I hope you’ve all had a great term! Today’s topic is “Self and other’s” which is perfect as I just got home from my first semester abroad and it’s great to reflect on my experience so far. For the past 4 months, I’ve been living it up in the south of France as a student and part-time nounou. As this is my first blog post for you guys, I thought I’d introduce you all to my new home away from home, Toulouse. So here are 5 things that I find interesting about Toulouse:
- It’s the 4th biggest city in France.
- It’s known as La ville rose – “The Pink city” and that is due to the red brick that you literally cannot miss, as it’s everywhere you go. Some may argue that its a red city rather than pink, but I guess you must remember that the French like to make everything sound a little more romantique!
- The Toulousains say “chocolatine” instead of “pain au chocolat”. After years of saying “pain au chocolat”, coming to Toulouse and being told by the boulangerie lady that “ici on dit chocolatine” was a surprise. But, I must say that “chocolatine” has become part of my daily vocabulary and I much prefer the sound of it now. It always makes me feel like a true Toulousain when I say it!
- This region of France also has their own regional language: l’Occitain, which is a romance language spoken mainly in the south of France and you’ll always hear it on the metro and see it on every street sign. It’s quite similar to Catalan.
- It’s a rugby city! As a student from Cardiff, this made me feel at home! Supporting the Toulousains has been one of my favourite things to do in Toulouse! I absolutely love screaming “ALLEZ TOULOUSE!” in a rugby match!
Another thing that has made Toulouse feel like a second home, is the people that I have met. French, German, Colombian, Madagascan, American and Egyptian are just a few of the nationalities I have encountered.
I’m currently living in a flat with other five colocataires, between us there are 5 nationalities: Portuguese, German, French, English and Egyptian. This has shown me that studying abroad is not just about studying and immersing yourself in the culture of the country. From my experience, it has also been about learning about other cultures. For example, I was never very keen on learning German but since living with two Germans, I’ve found myself learning quite a few phrases and German is now on my list of another language to learn once I’ve mastered French…
Another factor that I love about living in France is their street fashion. When we think France, we tend to think chic and fashion. I knew once I moved to France I would be daily inspired by their style. They did not fail to impress. Two of the main things that have caught my eye are the very long manteaux and swanky glasses! However, I don’t feel as if I need to dress like them to fit in. Il n’y a pas de pression de groupe!
For some of you, the thought of spending a year abroad may sound exciting and to others it may seem terrifying. I felt both ways as I got on my plane to Toulouse, just me and my suitcase. As scary as it may sound, looking back at my first week here, I can honestly tell you that just from four months here I have become more confident and much more independent, as I have managed to find a part-time job in another country, dealt with the very complicated French administration, opened a bank account, and faced many other challenges- all in French of course! Those were all things that I worried about before I got here, but surprisingly once here, you just take one day at the time, and things fall into place.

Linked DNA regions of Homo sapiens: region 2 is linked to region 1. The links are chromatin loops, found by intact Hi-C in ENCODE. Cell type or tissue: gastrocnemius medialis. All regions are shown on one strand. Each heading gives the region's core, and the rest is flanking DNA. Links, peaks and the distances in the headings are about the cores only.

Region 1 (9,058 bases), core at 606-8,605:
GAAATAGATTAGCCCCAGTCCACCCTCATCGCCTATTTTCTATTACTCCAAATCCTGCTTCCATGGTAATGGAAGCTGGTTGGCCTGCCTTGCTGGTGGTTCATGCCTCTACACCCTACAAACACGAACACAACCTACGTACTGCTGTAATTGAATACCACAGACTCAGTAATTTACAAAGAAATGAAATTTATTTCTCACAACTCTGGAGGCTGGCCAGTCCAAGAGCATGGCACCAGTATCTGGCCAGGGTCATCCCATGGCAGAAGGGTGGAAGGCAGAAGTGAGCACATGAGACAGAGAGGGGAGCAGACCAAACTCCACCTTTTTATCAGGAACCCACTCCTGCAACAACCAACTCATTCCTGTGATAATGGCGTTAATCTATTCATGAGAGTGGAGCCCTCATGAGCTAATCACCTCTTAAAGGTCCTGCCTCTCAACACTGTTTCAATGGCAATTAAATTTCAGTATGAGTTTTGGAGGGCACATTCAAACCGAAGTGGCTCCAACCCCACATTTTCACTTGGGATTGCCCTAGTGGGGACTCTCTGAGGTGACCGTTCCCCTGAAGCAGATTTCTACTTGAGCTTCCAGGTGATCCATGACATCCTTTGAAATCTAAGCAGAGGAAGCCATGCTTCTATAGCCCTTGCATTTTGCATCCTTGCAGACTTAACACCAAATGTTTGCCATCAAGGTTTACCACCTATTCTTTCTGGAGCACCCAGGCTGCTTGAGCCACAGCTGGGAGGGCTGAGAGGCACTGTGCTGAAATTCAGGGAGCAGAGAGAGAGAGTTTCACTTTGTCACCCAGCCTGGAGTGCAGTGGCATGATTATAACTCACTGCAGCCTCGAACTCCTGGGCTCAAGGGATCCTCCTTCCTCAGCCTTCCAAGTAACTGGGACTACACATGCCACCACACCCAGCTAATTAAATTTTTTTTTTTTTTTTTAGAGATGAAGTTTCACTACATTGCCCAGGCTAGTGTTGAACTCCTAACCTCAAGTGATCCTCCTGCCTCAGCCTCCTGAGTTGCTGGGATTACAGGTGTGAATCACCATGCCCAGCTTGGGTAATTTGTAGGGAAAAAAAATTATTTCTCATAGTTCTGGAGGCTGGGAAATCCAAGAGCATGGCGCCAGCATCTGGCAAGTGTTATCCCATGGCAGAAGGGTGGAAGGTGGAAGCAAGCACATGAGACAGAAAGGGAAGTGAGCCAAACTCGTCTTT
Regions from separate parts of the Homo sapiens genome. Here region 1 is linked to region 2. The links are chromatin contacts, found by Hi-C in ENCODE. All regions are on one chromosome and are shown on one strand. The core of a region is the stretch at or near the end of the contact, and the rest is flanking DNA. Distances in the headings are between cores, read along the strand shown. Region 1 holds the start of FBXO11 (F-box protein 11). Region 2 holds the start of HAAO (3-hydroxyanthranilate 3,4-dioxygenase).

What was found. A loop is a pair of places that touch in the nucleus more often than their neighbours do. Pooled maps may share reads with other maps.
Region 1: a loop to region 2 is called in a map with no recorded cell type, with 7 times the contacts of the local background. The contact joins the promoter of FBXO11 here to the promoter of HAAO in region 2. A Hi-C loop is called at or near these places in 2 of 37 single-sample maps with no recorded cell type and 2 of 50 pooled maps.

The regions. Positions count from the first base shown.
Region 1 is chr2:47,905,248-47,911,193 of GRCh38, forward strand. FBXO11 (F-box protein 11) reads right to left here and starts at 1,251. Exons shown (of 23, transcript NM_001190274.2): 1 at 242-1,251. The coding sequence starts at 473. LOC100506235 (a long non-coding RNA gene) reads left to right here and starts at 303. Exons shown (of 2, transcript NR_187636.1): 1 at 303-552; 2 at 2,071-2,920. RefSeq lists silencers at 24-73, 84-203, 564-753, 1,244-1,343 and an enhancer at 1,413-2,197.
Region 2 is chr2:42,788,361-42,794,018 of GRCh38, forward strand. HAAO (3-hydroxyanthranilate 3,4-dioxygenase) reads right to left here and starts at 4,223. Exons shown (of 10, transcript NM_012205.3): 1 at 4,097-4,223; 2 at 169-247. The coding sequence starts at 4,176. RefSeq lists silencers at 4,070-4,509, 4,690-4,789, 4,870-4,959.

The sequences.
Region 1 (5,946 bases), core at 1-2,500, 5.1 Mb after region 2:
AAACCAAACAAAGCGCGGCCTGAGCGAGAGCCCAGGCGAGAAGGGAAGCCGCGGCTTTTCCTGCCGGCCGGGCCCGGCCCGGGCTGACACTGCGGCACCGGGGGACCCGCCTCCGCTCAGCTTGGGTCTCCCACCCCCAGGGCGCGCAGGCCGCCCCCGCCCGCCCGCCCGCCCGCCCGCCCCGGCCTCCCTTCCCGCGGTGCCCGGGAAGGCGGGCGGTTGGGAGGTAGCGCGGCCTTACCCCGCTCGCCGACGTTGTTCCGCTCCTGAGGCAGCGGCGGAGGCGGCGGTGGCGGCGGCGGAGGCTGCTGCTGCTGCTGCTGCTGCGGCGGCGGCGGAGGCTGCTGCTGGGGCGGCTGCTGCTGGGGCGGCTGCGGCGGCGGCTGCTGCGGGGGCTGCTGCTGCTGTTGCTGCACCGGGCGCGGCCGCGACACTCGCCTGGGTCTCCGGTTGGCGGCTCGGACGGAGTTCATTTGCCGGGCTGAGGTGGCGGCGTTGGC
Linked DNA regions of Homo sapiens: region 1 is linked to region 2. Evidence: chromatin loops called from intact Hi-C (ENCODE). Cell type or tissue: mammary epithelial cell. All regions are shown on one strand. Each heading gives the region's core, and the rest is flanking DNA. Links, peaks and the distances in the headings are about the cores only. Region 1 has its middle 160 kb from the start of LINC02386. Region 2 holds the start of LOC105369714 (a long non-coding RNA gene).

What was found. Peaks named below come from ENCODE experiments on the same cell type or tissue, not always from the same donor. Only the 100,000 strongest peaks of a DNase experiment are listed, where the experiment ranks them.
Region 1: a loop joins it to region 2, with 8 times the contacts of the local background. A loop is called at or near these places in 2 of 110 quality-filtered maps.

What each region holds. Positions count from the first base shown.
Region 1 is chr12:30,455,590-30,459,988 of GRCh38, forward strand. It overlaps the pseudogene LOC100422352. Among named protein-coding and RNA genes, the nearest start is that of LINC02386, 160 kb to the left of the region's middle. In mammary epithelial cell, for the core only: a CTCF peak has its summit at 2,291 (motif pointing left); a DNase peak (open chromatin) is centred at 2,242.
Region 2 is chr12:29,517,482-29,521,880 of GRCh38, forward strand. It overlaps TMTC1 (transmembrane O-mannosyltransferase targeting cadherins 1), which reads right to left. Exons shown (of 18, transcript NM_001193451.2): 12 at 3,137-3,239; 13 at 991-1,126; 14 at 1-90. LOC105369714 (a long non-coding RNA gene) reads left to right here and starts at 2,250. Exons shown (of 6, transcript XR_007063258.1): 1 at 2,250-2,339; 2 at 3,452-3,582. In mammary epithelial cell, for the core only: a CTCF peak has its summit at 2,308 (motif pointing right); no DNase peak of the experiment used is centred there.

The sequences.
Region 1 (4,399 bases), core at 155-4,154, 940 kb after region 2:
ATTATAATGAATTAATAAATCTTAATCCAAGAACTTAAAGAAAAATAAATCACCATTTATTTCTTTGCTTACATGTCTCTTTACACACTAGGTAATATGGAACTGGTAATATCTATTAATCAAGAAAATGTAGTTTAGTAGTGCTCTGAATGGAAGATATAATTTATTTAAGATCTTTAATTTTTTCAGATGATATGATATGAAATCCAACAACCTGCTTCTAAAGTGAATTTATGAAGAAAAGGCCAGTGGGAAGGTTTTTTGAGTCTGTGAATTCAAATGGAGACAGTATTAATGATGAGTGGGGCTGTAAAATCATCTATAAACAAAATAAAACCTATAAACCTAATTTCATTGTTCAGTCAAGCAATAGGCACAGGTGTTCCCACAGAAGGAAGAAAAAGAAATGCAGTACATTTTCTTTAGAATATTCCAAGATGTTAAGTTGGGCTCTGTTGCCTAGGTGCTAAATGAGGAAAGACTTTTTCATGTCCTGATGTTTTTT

In terms of feeling home-sick, there are days where all I want is a Sunday dinner and cwtches with my sisters, but facetime and a chat with the family now and then fixes everything. I do think being abroad for such long time, does make you appreciate your family more.
Luckily for me, through the babysitting agency that I am working with, the family that I have been matched with invite me for dinners at their house, which by the way last about three hours in France since everyone arrives 15 minutes late, then there is the apéro, a starter, the actual dinner, the dessert, some sort of liqueur that helps with digestion, coffee and then you just talk and talk.
These dinners and moments spent with friends here, make me feel very grateful for everyone that I have met in France, and a little happy-sad as I have met amazing people. But a little sad, as the last four months have flown by…And my time in France is nearly up! Also, I have met people from all around, and Toulouse is a city where there is always something to do and see, which is the perfect remedy for homesickness. It also makes me realize how fortunate I am to be taking part in this incredible Erasmus experience and to be living in such beautiful place.
I also feel as if France has prepared me for the next chapter of my year abroad, after all the challenges faced here I am ready to take on Granada at the end of January.
However, France is not quite over for me as the lovely family that I work with, have recently offered me a job in Toulouse as an Au Pair for the summer. This means that I will have an extra month in France, indulging on chocolatines and cheese for breakfast! Living with a French family for a whole month, after a few months in Spain will be perfect for my French before returning to Cardiff.
These last four months have been challenging, but so so rewarding!!!
As a little challenge for you all, there are a few words and phrases in bold… try and find their meaning!
Joyeux Noėl à tous !
Until the next post,